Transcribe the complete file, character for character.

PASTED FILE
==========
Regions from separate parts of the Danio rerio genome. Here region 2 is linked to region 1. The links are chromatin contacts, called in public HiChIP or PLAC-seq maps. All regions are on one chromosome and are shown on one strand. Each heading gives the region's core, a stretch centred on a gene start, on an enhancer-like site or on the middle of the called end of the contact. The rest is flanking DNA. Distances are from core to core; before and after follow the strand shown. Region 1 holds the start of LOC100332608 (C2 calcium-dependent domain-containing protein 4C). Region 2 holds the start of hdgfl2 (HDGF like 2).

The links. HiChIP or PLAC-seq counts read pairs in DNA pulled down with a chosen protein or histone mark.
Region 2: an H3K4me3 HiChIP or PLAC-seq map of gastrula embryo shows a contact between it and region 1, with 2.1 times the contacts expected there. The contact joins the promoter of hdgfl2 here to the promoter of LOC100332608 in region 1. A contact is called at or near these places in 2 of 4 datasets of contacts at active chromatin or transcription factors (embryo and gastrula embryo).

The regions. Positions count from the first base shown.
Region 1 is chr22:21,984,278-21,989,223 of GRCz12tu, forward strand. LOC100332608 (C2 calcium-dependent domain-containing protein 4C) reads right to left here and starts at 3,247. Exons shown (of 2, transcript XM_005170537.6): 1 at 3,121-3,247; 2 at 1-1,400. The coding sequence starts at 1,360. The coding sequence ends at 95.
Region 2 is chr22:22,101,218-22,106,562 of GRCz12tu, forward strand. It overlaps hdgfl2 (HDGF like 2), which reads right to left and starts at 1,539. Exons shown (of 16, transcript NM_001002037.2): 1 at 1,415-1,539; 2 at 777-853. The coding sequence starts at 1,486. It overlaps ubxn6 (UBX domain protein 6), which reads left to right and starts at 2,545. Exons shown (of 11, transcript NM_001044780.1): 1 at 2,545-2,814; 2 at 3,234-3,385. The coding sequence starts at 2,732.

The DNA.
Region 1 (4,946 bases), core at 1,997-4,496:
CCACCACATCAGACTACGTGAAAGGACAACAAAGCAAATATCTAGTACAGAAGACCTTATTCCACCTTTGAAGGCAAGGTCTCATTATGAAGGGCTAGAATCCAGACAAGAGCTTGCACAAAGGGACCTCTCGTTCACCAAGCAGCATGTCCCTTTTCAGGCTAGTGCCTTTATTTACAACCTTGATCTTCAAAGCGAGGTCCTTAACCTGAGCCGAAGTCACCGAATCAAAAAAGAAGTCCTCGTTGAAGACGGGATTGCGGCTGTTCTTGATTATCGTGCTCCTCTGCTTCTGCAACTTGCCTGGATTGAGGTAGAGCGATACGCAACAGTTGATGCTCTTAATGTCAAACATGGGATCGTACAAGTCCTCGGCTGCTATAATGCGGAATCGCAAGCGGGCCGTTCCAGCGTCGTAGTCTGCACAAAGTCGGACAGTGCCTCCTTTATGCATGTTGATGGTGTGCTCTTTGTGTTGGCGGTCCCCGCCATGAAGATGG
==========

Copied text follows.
Regions from separate parts of the Danio rerio genome. Here region 2 is linked to region 1. The links are chromatin contacts, called in public HiChIP or PLAC-seq maps. All regions are on one chromosome and are shown on one strand. Each heading gives the region's core, a stretch centred on a gene start, on an enhancer-like site or on the middle of the called end of the contact. The rest is flanking DNA. Distances are from core to core; before and after follow the strand shown. Region 1 holds the start of LOC100332608 (C2 calcium-dependent domain-containing protein 4C). Region 2 holds the start of hdgfl2 (HDGF like 2).

The links. HiChIP or PLAC-seq counts read pairs in DNA pulled down with a chosen protein or histone mark.
Region 2: an H3K4me3 HiChIP or PLAC-seq map of gastrula embryo shows a contact between it and region 1, with 2.1 times the contacts expected there. The contact joins the promoter of hdgfl2 here to the promoter of LOC100332608 in region 1. A contact is called at or near these places in 2 of 4 datasets of contacts at active chromatin or transcription factors (embryo and gastrula embryo).

The regions. Positions count from the first base shown.
Region 1 is chr22:21,984,278-21,989,223 of GRCz12tu, forward strand. LOC100332608 (C2 calcium-dependent domain-containing protein 4C) reads right to left here and starts at 3,247. Exons shown (of 2, transcript XM_005170537.6): 1 at 3,121-3,247; 2 at 1-1,400. The coding sequence starts at 1,360. The coding sequence ends at 95.
Region 2 is chr22:22,101,218-22,106,562 of GRCz12tu, forward strand. It overlaps hdgfl2 (HDGF like 2), which reads right to left and starts at 1,539. Exons shown (of 16, transcript NM_001002037.2): 1 at 1,415-1,539; 2 at 777-853. The coding sequence starts at 1,486. It overlaps ubxn6 (UBX domain protein 6), which reads left to right and starts at 2,545. Exons shown (of 11, transcript NM_001044780.1): 1 at 2,545-2,814; 2 at 3,234-3,385. The coding sequence starts at 2,732.

The DNA.
Region 1 (4,946 bases), core at 1,997-4,496:
CCACCACATCAGACTACGTGAAAGGACAACAAAGCAAATATCTAGTACAGAAGACCTTATTCCACCTTTGAAGGCAAGGTCTCATTATGAAGGGCTAGAATCCAGACAAGAGCTTGCACAAAGGGACCTCTCGTTCACCAAGCAGCATGTCCCTTTTCAGGCTAGTGCCTTTATTTACAACCTTGATCTTCAAAGCGAGGTCCTTAACCTGAGCCGAAGTCACCGAATCAAAAAAGAAGTCCTCGTTGAAGACGGGATTGCGGCTGTTCTTGATTATCGTGCTCCTCTGCTTCTGCAACTTGCCTGGATTGAGGTAGAGCGATACGCAACAGTTGATGCTCTTAATGTCAAACATGGGATCGTACAAGTCCTCGGCTGCTATAATGCGGAATCGCAAGCGGGCCGTTCCAGCGTCGTAGTCTGCACAAAGTCGGACAGTGCCTCCTTTATGCATGTTGATGGTGTGCTCTTTGTGTTGGCGGTCCCCGCCATGAAGATGG